A year after 98 people were killed in the Surfside condominium collapse, family members and the community honored those lost in the tragedy at a memorial service Friday.
First Lady Jill Biden, Florida Gov. Ron DeSantis and other local and state leaders joined family members, survivors, rescue workers and others at the Surfside Remembrance Event at the site of the collapse.
"On behalf of my husband, President Biden, whose heart and prayers have never left this community, we stand with you today and always. And as we gather, we express gratitude for this community," Biden told the victims. "We are praying for you and we are grieving with you."
"It was not an easy job as a first responder, it was very emotional, I think it took a toll on a lot of people," DeSantis said. "You saw an entire community mobilize in support of obviously families who were wondering what happened with their loved ones, other families who were displaced and you had individuals step up."
Luis Bermudez, whose son, also named Luis, died in the collapse, gave an emotional tribute to him at the memorial. He said his son, who'd battled muscular dystrophy for most of his life and was in a wheelchair, lived life to the fullest.
"That spirit that you had is the one I need for the rest of my life," he said.
Additional private events for just family members of the victims will also be taking place during the day. Earlier Friday, family members gathered at the site at the time the building collapsed for a private memorial.
It was around 1:20 a.m. on June 24, 2021 when a large section of the 12-story Champlain Towers South condo building suddenly collapsed, leaving 98 people dead.
SURFSIDE 1 YEAR LATER
About three dozen people were able to escape with their lives from the portion of the building that remained standing. Only two teenagers and a woman survived the fall and were pulled from the rubble.
It was one of the deadliest collapses in U.S. history and turned into the largest emergency response that didn't involve a hurricane in Florida history.
Rescue workers spent weeks sifting through the massive pile of debris, removing millions of pounds of concrete from the site amid a desperate search for survivors.
Images of one survivor's rescue traveled widely, offering a glimmer of hope right after the collapse, but the long, grueling search produced mostly devastating results as families torturously waited only to learn about the remains of their loved ones.
Those missing in the collapse included the 7-year-old daughter of a firefighter who helped in the search, later found dead with her mother, aunt and grandparents; a woman whose cries for help were heard in the early hours but suddenly stopped; and two sisters, 4 and 11, pulled from the rubble, who were so tiny they were buried in the same casket. A 12-year-old girl sat down to pray across the rubble for her physician father, who was ultimately found dead.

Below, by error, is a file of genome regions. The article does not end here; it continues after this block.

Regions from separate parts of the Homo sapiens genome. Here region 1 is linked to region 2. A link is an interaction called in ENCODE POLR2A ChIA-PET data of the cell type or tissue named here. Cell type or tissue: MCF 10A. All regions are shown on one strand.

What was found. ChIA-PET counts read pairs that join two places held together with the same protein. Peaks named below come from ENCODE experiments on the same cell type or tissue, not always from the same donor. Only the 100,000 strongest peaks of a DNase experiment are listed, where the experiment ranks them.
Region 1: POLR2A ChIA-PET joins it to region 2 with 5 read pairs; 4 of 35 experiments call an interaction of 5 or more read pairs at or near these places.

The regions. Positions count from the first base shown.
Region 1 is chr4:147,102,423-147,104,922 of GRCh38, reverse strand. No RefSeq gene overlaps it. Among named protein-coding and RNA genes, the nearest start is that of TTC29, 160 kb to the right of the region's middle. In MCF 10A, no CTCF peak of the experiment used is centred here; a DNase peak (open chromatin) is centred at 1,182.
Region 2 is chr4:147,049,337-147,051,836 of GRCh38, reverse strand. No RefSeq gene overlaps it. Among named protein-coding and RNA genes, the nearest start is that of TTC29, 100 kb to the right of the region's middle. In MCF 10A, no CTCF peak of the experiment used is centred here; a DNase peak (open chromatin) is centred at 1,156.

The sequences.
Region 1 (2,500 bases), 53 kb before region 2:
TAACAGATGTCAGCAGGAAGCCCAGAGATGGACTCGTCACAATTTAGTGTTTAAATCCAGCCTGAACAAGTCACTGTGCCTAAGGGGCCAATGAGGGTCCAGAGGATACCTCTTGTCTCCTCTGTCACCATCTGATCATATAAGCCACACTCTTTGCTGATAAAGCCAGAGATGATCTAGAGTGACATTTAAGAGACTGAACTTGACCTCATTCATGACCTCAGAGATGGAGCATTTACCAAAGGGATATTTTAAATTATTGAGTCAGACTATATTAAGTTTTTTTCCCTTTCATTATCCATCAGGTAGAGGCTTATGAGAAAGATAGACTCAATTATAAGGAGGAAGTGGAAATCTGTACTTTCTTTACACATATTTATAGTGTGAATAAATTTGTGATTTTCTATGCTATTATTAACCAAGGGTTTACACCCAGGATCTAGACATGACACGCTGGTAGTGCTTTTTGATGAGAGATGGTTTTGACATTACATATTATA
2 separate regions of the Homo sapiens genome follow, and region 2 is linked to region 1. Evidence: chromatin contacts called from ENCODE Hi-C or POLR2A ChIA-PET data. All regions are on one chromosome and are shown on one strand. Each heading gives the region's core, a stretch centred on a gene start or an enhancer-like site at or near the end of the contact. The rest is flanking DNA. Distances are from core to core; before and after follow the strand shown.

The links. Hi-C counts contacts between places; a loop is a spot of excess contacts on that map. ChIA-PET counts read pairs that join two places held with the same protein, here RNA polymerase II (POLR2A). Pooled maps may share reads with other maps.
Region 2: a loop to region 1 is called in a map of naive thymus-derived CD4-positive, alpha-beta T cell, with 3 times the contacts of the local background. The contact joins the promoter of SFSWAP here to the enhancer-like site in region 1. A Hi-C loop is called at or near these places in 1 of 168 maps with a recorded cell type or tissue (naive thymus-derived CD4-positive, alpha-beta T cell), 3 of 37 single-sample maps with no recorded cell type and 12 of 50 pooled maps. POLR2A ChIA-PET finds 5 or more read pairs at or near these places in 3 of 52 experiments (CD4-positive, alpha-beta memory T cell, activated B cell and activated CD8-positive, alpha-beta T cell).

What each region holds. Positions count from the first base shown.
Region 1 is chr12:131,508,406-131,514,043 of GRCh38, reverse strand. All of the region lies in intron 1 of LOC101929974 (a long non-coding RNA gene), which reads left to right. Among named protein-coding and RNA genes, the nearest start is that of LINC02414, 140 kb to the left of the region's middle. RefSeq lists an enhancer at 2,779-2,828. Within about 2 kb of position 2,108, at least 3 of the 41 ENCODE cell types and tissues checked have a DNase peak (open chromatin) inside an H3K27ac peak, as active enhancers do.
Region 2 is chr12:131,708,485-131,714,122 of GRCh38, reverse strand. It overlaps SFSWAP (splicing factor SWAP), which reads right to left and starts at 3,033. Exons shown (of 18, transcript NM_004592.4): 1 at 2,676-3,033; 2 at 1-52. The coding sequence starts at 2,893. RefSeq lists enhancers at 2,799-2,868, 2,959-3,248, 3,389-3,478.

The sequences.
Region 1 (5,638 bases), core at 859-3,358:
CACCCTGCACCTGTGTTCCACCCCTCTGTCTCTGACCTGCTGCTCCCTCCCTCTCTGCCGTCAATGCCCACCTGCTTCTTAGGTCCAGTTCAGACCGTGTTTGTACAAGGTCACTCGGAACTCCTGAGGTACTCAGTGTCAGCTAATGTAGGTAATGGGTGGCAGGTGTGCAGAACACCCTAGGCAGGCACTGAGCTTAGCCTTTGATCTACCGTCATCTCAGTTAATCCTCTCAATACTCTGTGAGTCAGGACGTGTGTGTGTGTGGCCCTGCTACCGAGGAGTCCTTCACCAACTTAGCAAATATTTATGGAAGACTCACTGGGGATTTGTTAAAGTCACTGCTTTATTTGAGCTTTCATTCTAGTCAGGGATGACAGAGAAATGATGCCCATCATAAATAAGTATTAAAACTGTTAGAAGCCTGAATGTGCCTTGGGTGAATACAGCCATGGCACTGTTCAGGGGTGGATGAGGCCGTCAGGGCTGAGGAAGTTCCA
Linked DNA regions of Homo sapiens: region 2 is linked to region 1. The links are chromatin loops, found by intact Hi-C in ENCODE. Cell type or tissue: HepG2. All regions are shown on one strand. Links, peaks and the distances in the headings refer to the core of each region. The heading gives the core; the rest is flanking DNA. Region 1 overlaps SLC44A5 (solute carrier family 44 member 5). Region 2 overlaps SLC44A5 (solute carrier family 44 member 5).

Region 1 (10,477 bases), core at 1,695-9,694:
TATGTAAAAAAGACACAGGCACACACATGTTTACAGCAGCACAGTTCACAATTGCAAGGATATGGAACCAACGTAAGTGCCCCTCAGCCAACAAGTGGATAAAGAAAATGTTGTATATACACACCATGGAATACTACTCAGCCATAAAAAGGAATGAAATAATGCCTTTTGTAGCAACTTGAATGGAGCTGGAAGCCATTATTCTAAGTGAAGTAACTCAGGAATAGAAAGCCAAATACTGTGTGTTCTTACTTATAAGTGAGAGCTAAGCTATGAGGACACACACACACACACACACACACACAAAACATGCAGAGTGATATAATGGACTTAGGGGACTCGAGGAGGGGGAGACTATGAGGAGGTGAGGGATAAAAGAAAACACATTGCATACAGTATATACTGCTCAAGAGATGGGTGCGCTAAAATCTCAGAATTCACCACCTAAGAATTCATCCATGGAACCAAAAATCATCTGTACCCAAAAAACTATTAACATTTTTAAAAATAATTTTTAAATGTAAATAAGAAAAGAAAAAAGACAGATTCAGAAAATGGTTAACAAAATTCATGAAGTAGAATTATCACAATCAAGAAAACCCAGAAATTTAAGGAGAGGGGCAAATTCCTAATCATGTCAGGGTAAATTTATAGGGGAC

The rescue effort eventually became a recovery effort to retrieve the bodies of all of the victims.
All 136 units of the building were demolished in a controlled explosion the night of July 4, 11 days after the collapse, after the remaining structure was deemed unsafe.
The remains of the final victim of the collapse were identified on July 26.
The victims included local residents as well as visitors who were Orthodox Jews, Latin Americans, Israelis, Europeans and snowbirds from the Northeast.
The cause of the collapse remains under investigation by the National Institute of Standards and Technology in a process that could take years.
On Thursday, a judge gave final approval to a settlement topping $1 billion for victims of the collapse.
The bulk of the $1.02 billion total will go to people who lost family members in the collapse. About $100 million is earmarked for legal fees, and $96 million set aside for owners who lost one of the units in the building.
A billionaire developer from Dubai is set to purchase the 1.8-acre site for $120 million, which will contribute to the settlement.
At Friday's memorial, family members reflected on the impact of the tragedy.
“Exactly 365 days ago, my house imploded, my home collapsed with everything and everyone inside but ... I am alive, and I have the chance to rediscover something that motivates me to smile again, to fight, to be a whole person,” said Raquel Oliveira, whose husband and 5-year-old son died in the collapse.
“Let's not give up on justice, love, gratitude, forgiveness. Let’s not give up life. We have not come this far just to come this far,” she added.
In her speech Friday, Miami-Dade Mayor Daniella Levine Cava, who spent weeks at the site giving updates and comforting victims' family members, called the site "sacred ground."
"Memories of June 24 and the weeks that followed will stay with me forever as I know they will with all of us today," she said.
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